Stephen Glass finds tough audience at California Supreme Court
SACRAMENTO -- The California Supreme Court appeared unwilling Wednesday to grant a law license to a former journalist who fabricated stories for national magazines but now says he is steadfastly honest.
During a hearing in Sacramento, several justices of the state high court indicated they were not convinced that Stephen Glass, 41, who concocted articles for the New Republic and other magazines in the mid-1990s, had shown enough evidence of rehabilitation to be permitted to practice law.
Justice Joyce L. Kennard spoke at length of articles that Glass had fabricated and the importance of honesty in the law.
Chief Justice Tani Cantil-Sakauye observed that Glass was involved in a “a depth of deception that was pretty sophisticated.”
Justice Marvin Baxter noted that Glass’ prior conduct was not an isolated incident, but a pattern “over a long period of time.”
Justice Ming W. Chin said Glass had benefited from his misconduct by earning money from a novel he wrote about his experience.
As the court’s leanings became increasingly clear, Glass appeared to slump in his chair. Dressed in a suit and tie, he was seated near the front of the ornate courtroom next to his fiancee. He declined to comment afterward and left the courthouse alone with his girlfriend, his hands in his pockets and his head down.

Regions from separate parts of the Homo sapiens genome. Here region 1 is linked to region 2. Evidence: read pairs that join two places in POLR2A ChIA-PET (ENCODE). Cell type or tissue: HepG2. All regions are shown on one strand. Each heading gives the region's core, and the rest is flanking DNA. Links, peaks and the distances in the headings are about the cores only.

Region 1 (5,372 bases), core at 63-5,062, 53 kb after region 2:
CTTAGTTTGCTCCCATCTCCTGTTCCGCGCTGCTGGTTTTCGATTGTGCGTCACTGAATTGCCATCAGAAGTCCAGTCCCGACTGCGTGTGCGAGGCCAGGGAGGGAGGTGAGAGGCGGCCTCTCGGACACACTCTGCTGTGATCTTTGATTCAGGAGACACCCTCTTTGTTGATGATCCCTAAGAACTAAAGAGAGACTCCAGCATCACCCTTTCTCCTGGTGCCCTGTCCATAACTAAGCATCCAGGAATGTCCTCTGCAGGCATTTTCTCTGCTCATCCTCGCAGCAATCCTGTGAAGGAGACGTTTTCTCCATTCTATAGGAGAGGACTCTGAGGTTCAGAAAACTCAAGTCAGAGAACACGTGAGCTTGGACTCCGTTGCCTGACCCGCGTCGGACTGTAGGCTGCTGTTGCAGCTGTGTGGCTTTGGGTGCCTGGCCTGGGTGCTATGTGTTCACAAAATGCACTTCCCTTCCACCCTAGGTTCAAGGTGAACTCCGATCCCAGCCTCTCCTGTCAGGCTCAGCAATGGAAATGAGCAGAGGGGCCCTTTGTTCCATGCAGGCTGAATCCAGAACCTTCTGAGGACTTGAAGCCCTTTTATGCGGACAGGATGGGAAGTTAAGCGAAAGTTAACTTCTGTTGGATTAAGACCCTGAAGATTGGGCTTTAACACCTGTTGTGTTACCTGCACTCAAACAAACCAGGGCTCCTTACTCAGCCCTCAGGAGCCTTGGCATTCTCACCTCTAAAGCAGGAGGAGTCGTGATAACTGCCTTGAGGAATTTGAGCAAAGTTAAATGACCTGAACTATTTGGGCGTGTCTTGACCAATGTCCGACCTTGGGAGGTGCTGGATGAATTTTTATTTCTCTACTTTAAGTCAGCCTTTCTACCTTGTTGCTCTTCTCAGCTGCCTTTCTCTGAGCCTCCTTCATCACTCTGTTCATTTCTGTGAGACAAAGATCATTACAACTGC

Glass wrote 42 magazine stories that were wholly or partially fabricated before he was caught in 1998. He was in his mid-20s. He made up phony notes, a fictional website, fake business cards and bogus voice-mail messages to try to cover up his fabrications.
After leaving journalism in disgrace, Glass graduated from Georgetown Law School and applied for admission to the New York bar but withdrew that application after learning he would be rejected on moral grounds. He eventually moved to California, settling in Los Angeles, and landed a job at a personal injury law firm.
The California bar denied Glass a law license in 2009, but a state bar court approved him for admission after a 10-day confidential bar trial. A bar committee in charge of admissions appealed, and a bar appeals court also ruled for him. The bar committee then asked the California Supreme Court to deny him a license.
The Supreme Court is to rule on Glass’ case within 90 days.
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